Alright, so we’ve mentioned your ChexSystems report a couple times now. But what is it?

As we briefly said, your ChexSystems report works kind of like a credit score, except for your banking history.

So rather than contain information about stuff like your payment history and number of credit cards, your ChexSystems report will have info about times you’ve bounced checks or overdrafted your account.

ChexSystems reports vs. credit reports

ChexSystems report
Credit reports
Used byBanksLenders
ContentBanking historyCredit history
Score range100–899300–850
History length5 yrs.7–10 yrs.

And yes, your ChexSystems report comes with a score, much like a credit score, that shows how account-worthy you are.

If you have a clean banking history, you’ll end up with a better ChexSystems score (closer to 899). But if you’ve collected overdraft fee after overdraft fee, you’ll probably have a lower score (closer to 100).

Either way, your bank will probably use your score to decide whether or not you get an account.

So if you’re planning on switching bank accounts soon, you may want to check your ChexSystems report to make sure there are no surprises. For information on how to do that, check out our guide to ChexSystems for business accounts.

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What if you have a negative ChexSystems report?

If you’ve got a poor ChexSystems report, you may have a harder time getting a new account. You won’t be able to get a new checking account from just any bank.

But it’s not all bad news.

Some banks offer second-chance accounts, designed for people with poor bank account histories. Most of these are personal accounts―not business accounts―but they can help you improve your ChexSystems report so you can get approved for a business bank account in the future. (Because yes, you probably need a business bank account.)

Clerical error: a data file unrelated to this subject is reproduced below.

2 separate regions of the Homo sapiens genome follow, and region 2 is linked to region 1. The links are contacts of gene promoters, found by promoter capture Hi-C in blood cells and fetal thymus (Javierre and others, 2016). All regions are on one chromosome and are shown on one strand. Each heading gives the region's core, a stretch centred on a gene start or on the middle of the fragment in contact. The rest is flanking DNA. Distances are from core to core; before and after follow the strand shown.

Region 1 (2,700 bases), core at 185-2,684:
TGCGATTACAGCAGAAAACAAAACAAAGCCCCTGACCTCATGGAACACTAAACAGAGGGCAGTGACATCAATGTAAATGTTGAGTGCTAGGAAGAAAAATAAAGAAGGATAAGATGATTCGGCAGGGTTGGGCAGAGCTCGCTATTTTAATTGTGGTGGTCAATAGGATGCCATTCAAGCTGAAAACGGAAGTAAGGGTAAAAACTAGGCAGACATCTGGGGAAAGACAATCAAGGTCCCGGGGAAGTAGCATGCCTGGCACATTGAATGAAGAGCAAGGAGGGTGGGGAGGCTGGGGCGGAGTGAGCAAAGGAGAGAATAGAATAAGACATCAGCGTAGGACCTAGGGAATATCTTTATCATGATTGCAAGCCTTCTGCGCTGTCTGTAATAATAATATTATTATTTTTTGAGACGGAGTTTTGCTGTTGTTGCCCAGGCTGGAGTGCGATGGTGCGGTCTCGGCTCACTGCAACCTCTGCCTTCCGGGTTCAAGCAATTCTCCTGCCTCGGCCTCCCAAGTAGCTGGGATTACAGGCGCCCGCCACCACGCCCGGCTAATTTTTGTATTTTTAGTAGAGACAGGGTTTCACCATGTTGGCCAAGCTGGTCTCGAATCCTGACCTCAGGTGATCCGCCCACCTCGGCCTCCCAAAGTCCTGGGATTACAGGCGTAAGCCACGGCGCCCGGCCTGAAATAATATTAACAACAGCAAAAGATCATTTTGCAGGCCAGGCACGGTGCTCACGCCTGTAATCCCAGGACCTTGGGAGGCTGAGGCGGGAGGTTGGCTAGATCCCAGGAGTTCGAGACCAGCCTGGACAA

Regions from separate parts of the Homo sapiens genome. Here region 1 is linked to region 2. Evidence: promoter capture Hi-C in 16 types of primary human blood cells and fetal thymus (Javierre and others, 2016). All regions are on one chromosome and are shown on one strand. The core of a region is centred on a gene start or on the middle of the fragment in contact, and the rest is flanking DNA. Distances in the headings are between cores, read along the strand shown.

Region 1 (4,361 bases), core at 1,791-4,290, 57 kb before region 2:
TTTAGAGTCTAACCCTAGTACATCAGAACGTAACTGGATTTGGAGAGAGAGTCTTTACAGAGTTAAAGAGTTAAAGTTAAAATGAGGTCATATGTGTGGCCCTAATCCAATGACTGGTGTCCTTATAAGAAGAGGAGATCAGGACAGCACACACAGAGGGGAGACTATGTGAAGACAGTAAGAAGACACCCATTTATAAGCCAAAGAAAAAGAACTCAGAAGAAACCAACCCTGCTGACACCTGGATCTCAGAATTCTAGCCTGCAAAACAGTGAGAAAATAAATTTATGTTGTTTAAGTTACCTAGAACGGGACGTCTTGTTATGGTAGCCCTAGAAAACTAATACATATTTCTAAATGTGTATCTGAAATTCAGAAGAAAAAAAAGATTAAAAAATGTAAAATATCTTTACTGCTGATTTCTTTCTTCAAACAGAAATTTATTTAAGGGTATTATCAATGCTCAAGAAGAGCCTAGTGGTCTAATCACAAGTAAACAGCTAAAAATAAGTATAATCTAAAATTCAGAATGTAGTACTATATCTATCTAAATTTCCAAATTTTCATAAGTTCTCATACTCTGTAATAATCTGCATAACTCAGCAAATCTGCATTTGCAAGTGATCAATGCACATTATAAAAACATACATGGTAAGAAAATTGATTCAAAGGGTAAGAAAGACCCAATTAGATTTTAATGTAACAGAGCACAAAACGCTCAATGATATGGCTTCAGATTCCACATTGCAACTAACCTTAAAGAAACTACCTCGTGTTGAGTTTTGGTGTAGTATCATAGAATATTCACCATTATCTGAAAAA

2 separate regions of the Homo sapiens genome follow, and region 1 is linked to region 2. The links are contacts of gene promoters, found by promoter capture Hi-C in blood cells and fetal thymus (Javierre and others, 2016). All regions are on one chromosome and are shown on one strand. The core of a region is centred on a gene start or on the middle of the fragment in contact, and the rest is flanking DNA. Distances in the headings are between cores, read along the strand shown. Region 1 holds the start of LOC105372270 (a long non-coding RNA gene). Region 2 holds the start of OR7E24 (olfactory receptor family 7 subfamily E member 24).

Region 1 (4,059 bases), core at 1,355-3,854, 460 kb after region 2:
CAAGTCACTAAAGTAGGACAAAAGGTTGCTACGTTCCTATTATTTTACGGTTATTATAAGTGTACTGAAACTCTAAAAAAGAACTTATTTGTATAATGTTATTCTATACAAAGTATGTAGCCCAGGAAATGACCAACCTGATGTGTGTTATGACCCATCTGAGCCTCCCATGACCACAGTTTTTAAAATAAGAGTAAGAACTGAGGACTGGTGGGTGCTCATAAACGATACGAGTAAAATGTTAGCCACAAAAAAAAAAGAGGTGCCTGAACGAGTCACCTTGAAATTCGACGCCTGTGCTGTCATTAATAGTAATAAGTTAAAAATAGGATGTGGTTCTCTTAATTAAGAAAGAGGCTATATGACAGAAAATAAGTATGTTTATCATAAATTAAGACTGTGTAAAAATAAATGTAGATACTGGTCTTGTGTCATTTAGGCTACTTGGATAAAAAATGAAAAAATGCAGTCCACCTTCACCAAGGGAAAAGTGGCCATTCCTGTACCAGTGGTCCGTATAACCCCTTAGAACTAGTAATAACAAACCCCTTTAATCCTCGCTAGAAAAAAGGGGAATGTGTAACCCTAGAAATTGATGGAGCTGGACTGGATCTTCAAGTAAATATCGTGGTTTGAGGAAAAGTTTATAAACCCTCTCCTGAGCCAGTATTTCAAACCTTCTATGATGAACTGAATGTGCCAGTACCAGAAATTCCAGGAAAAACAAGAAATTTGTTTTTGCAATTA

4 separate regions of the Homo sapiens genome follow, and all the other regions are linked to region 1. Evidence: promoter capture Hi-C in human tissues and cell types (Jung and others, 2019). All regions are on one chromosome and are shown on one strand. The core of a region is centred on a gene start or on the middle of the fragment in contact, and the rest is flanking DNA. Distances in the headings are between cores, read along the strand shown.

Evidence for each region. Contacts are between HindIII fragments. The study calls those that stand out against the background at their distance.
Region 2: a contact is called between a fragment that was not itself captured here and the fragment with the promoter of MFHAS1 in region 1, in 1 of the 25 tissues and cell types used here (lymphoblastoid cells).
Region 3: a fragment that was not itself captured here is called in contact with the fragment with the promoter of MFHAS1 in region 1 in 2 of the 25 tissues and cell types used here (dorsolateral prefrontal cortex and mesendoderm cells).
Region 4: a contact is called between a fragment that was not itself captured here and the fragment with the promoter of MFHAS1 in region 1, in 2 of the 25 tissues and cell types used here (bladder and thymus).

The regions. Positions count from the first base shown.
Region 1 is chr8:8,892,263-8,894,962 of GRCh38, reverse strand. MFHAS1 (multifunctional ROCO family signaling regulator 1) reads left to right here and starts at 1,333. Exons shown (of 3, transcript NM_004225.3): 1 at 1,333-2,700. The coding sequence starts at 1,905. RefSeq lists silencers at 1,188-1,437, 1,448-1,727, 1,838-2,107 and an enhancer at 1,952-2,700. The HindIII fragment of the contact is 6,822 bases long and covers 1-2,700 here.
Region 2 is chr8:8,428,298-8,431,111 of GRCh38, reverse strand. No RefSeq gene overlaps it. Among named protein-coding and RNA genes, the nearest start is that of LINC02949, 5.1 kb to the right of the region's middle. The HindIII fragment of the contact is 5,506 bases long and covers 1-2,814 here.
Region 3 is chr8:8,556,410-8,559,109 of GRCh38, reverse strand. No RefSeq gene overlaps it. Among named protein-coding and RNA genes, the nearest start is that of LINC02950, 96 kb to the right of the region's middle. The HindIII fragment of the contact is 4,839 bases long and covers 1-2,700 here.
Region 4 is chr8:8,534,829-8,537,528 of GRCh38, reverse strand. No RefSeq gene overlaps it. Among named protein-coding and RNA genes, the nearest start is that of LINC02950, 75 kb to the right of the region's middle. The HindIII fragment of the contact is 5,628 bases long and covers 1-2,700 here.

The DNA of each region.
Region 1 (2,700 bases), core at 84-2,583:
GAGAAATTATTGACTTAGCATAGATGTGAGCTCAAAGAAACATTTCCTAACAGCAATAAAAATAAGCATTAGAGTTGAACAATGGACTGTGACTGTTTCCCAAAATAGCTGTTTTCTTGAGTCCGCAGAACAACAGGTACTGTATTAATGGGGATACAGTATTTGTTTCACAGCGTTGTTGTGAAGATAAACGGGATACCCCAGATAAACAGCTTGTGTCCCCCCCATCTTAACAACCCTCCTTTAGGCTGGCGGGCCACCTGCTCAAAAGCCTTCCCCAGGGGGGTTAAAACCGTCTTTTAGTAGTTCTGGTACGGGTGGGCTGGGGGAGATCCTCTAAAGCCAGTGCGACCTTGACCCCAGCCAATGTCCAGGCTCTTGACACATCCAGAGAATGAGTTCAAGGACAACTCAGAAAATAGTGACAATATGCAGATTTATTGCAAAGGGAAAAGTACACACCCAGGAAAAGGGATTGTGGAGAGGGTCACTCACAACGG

You can also look for banks that don’t check ChexSystems. Most of the big banks do, so we suggest looking for a local financial institution (a bank or credit union) and asking about its account requirements.

Once you get your new account, make sure you take care of it. You know, don’t bounce checks, sign up for overdraft protection―stuff like that. That way, you can improve your ChexSystems report and score.

Because while banks may not care about your personal credit score, they do care about your bank history.

The takeaway

So does opening a bank account affect your credit?

Not really. In fact, it doesn’t really matter if you have bad credit or good credit, because your bank won’t do a credit check. And that means that opening a business bank account won’t hurt (or help) your personal credit score. Put simply, there’s no need to worry about your credit history (in this case).

Instead, think about your banking history. Banks will look at your ChexSystems report and score to see if you should get an account.

So try to keep a clean banking history. And of course, a good credit history will help you in many other ways (like getting financing)―just not when it comes to your business bank account.

Ready to move forward with opening a business bank account? Find the right account on our list of the best banks for small business.

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Chloe Goodshore
Written by
Chloe Goodshore
Chloe covers business financing and loans for Business.org. She has worked with many small businesses over the past 10 years, from video game stores to law firms. Those years watching frustrated business owners try to sift through their many options gave her a passion for breaking down complex business topics. She wants to help business owners spend less time agonizing over their businesses so they can spend more time running them.